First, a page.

Arkansas Alcos DVD
Steamboy (Revere MA US) on 2019-02-22 19:48:59.
In this 1988 videotape/2013 DVD, it starts with number 44 doing some switching at bentonville junction. Most of the alcos on the A&M were built for the Louisville & Nashville, as well as the Delaware & Hudson. Some flying switches are thrown, and in one scene, it may look like a crash shot but thanks to the slow down of the brakes, one of the covered hoppers have slammed itï¿½s couplings to the other cars, while the crane is still loading and unloading dirt in its own area. After switching some cars, the number 44 is heading West to downtown Bentonville. This program was shot in April of 1988 during production of Gregï¿½s other titles. Such as Cotton belt 819 Arkansas steam, the Little Rock & Western And The Louisiana & Northwest RR for the first early diesels Video in 1990, and eureka springs & North Arkansas woodburner number 1 from the now broken up videotape-American Steam Volume 1 from 1989. The following Thursday, former Norfolk & Western T-6 number 14 is on the Rogers to bentonville line shunting some tank cars at Springdale. At the junction, the number 14 and 2 tank cars couple up to a pair of boxcars, pushes forward, and in the next scene the diesel is making a bend with a Burlington Northern boxcar going backwards, then it runs around the boxcar, pushes forward, and couples up to the tankers and other boxers. It then switches directions with only the BN boxcar then the remaining freight rolls slowly on its line. Suddenly, the diesel is sandwiched between the BN boxcar and the string of gondolas. A pair of C420s arrive. In Lowell Arkansas, the number 14 passes by the plant, as it is carrying the same gondolas, with a covered hopper on the rear. The diesel is in the middle again, this time it is pushing a pair of white tankers at Rogers. Suddenly, the T6 broke its engine down, and a call for C420 number 44 is underway, as it is blaring its horn at milepost 338 in Lowell. Once the diesel crosses the crossing, some children cross the tracks. At bentonville junction, the number 44 continues to do the jobs, uncouples the freight, couples up to the dead T6, goes backwards, switches tracks, changed directions, and couples up to the freight. All to soon, the train is underway again, as it is seen leaving the junction, then blares its horn at Lowell. Next up, there is the run from Springdale to ft Smith on Wednesday (which was the day before the N&W T6 segment). The chase begins at Fayetteville. Power for this train is a trio of C420s number 52, 54 and 48. Next the freight is passing through the Greenland farms. Afterwards, a track inspection vehicle is waiting on the siding at Winslow, as the freight heads for the tunnel. Next there is a long shot of the sounds of not only the freight, but also some other sounds are heard in the background as it is recorded from a small general store, with the telephone booth attached to the bricks at Chester. After the crew bought something to eat and drink, the freight continues down the line to fort smith. South of mountainsburg, the freight is picking up speed, as it passes a farm. The lift bridge over the Arkansas river is shown. It took 10 minutes each to lower the bridge on railway level, as well as going up when boats need to pass by. The A&M carries sand from both the trains and the boats. The freight must stop to wait for the bridge to go down. Once the bridge is on ground level, the freight train continues to cross the river, as it approaches Ft Smith. On display is frisco 2-8-2 number 4003. On the return trip, the action starts at Mountainsburg, as number 48 takes the lead. A look at the Winslow storefronts are shown, as the freight crosses state highway 74. The next scene is at West Fork, where the number 48 blares its horn at various crossings. A nearly close up look of the freight is shown at Fayetteville. Finally the run comes to a close as the freight arrives back at Springdale. Moving right along to the following Friday, the freight with the same C420s are shown but with Former New York Central RS32 number 42. Listen to that incredible horn on this former NYC diesel as it leaves Springdale, then passes the Greenland horse farm. Next it is making a bend at Winslow. A really wide shot of the freight is shown at mountainsburg. At Van Buren Arkansas, Savanna & Atlanta 4-6-2 number 750 was shown during the filming of the 1987 movie, beloxy blues. As the freight is trying to roll down the line passing by the station with the semaphore signals from the steam era, everyone in their automobiles ignored the flashing crossing lights as well as the air horn of the number 54. Before approaching Ft Smith, the freight must wait for the lift bridge to be lowered, then once the bridge is on ground level, it crosses over the Arkansas River. At ft Smith T6 number 12 is shown, as the number 42 and the c420s do some switching chores. Again, listen to that incredible horn on the former NYC engine. The final segment in this program is focused on RS1 number 22. It was built in 1943 for the Atlanta and St Andrewï¿½s bay region. Prior for the RS1ï¿½s publicity photos, it is getting a washdown. While the A&M no longer operates the number 22 due to its age on freight service, it is indeed saved for excursion and publicity use. After getting a washdown, it is seen running light, blaring its horn through the crossing, as well as passing some freight cars, and couples up to the caboose and the coach. It then passes by Bentonville. Following behind the RS1, are the c420s as it heads to Fayetteville. During the publicity run, the RS1 goes under the bridge, while the c420s power the freight over the bridge, at the same time. 2 runbys are required. After the runbys at the bridge, the RS1 heads back to Springdale. Multiple school children are shown at Fayetteville station, as number 22 passes by the children and the historic station. The program comes to a close as number 22 passes by the chicken plant with one of the tallest silos ever made, followed by the C420s.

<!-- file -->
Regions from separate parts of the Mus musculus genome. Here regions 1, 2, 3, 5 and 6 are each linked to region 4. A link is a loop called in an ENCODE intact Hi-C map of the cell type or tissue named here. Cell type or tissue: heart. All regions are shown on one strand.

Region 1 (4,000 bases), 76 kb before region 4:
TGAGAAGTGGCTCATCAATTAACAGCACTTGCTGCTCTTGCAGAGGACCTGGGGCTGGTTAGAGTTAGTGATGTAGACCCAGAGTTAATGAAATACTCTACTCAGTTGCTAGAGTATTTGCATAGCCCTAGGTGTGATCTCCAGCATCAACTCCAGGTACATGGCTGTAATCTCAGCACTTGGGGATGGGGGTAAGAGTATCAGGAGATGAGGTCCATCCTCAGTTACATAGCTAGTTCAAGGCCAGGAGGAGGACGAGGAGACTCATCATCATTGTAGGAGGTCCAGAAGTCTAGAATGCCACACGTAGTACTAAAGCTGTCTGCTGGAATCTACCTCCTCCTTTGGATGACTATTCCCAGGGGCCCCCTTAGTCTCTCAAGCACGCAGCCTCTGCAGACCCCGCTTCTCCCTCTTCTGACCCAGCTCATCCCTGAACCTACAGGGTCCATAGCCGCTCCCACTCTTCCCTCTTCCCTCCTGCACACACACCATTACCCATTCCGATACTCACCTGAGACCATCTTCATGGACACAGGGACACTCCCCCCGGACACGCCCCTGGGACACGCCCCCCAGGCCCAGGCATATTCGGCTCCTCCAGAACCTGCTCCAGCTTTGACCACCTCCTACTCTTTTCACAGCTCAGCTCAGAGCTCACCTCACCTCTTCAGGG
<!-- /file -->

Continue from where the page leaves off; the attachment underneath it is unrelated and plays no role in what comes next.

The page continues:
Additional remarks by Steamboy:
Narration: Just enough.
Would kids enjoy this? Yes.
Image quality: Excellent!
DVD Value:: Fair.
Recommend to others? Definitely.